February and March see another two passes with the scarifier, made at 10oangles: “Just to touch the soil surface and keep that thatch and moss down and the surface of the soil clean,” he explains. March also sees the first application of a nitrogen-heavy fertiliser in the form of a slow-release mini granule.
A wetting agent is applied for the first time in April along with a bio stimulant. The wetting agent helps to encourage root growth and helps to prevent dew from sitting on the plant and the soil surface. “We use this product on Chris’ advice. He’s been helping to look after the green for the past 10 years,” says Tony.
Just prior to the start of the season, he marks the lawn into two pitches – each one is approximately 30 m by 25 m – using a traditional white-lining machine. It takes him an afternoon to do that and to position the hoop centres – there are six on each pitch and a centre pin.
Other holes do occasionally appear on the pitch – made by squirrels. “They take a shine to the lawn in August and September, when they start to bury nuts and seeds for the winter, then the magpies come along and dig up them up. Between them they make a bit of a mess.”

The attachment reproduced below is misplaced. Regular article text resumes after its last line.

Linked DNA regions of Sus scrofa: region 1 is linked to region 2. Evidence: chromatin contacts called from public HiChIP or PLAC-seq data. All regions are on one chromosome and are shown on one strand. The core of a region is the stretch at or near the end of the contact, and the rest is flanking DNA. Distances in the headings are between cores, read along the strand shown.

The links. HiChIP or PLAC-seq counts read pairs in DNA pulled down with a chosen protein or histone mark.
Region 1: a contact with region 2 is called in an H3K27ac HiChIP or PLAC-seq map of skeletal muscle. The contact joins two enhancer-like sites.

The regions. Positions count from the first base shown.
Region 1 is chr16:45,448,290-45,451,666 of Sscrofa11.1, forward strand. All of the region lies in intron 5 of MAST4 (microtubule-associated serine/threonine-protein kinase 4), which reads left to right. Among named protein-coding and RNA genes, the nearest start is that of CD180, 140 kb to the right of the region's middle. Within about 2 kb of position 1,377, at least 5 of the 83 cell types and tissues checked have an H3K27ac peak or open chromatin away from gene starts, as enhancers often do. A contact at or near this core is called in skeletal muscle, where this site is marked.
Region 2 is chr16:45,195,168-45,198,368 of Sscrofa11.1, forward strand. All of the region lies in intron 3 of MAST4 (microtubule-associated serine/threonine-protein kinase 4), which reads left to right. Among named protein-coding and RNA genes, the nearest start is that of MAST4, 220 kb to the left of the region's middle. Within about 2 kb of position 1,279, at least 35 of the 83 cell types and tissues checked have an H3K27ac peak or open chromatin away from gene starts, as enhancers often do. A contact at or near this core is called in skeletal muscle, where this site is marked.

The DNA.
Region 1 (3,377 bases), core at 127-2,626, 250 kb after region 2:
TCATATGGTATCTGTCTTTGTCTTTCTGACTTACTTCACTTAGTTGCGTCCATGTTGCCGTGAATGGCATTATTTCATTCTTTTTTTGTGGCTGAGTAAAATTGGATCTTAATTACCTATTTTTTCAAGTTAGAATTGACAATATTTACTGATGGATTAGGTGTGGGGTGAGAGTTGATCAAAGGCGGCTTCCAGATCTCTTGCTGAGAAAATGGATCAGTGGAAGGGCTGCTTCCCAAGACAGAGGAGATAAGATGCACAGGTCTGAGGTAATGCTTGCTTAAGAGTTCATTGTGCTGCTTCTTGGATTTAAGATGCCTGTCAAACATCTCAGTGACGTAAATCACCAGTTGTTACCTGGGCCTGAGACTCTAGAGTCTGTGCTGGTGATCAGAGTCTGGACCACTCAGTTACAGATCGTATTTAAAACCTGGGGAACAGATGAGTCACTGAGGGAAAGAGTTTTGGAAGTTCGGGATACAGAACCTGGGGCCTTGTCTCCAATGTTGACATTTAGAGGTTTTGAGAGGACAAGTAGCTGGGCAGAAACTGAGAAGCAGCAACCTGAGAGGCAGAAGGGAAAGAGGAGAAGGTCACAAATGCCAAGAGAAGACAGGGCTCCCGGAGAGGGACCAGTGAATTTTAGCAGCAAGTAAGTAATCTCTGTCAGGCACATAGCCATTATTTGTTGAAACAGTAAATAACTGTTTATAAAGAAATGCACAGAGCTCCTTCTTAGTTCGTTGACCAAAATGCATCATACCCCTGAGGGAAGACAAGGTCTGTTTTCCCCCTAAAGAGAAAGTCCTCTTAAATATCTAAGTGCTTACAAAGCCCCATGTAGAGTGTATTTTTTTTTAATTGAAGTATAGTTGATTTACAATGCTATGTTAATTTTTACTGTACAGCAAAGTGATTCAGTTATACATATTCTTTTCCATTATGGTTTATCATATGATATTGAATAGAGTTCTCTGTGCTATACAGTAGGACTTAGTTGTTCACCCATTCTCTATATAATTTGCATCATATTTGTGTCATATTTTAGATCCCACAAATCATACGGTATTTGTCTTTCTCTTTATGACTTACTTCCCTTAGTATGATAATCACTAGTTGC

Insect, fungal and weed pests don’t tend to trouble Tony or the lawn. “I prefer to tackle them the natural way by keeping the sward fit and healthy - and it tends to work most of the time. If it does succumb to disease then I will use a fungicide if I really have to. But I find that if the grass is strong then it stays disease-free.”
But even the strongest grass is no match for human vandals. It’s a public park so vandalism can be a problem. “There’s certainly more of it than when I began working here. Back then it was a rare occurrence, but not so today.”
People playing football on the lawn is Tony’s biggest headache and there’s not an awful lot he can do about it since the site is open.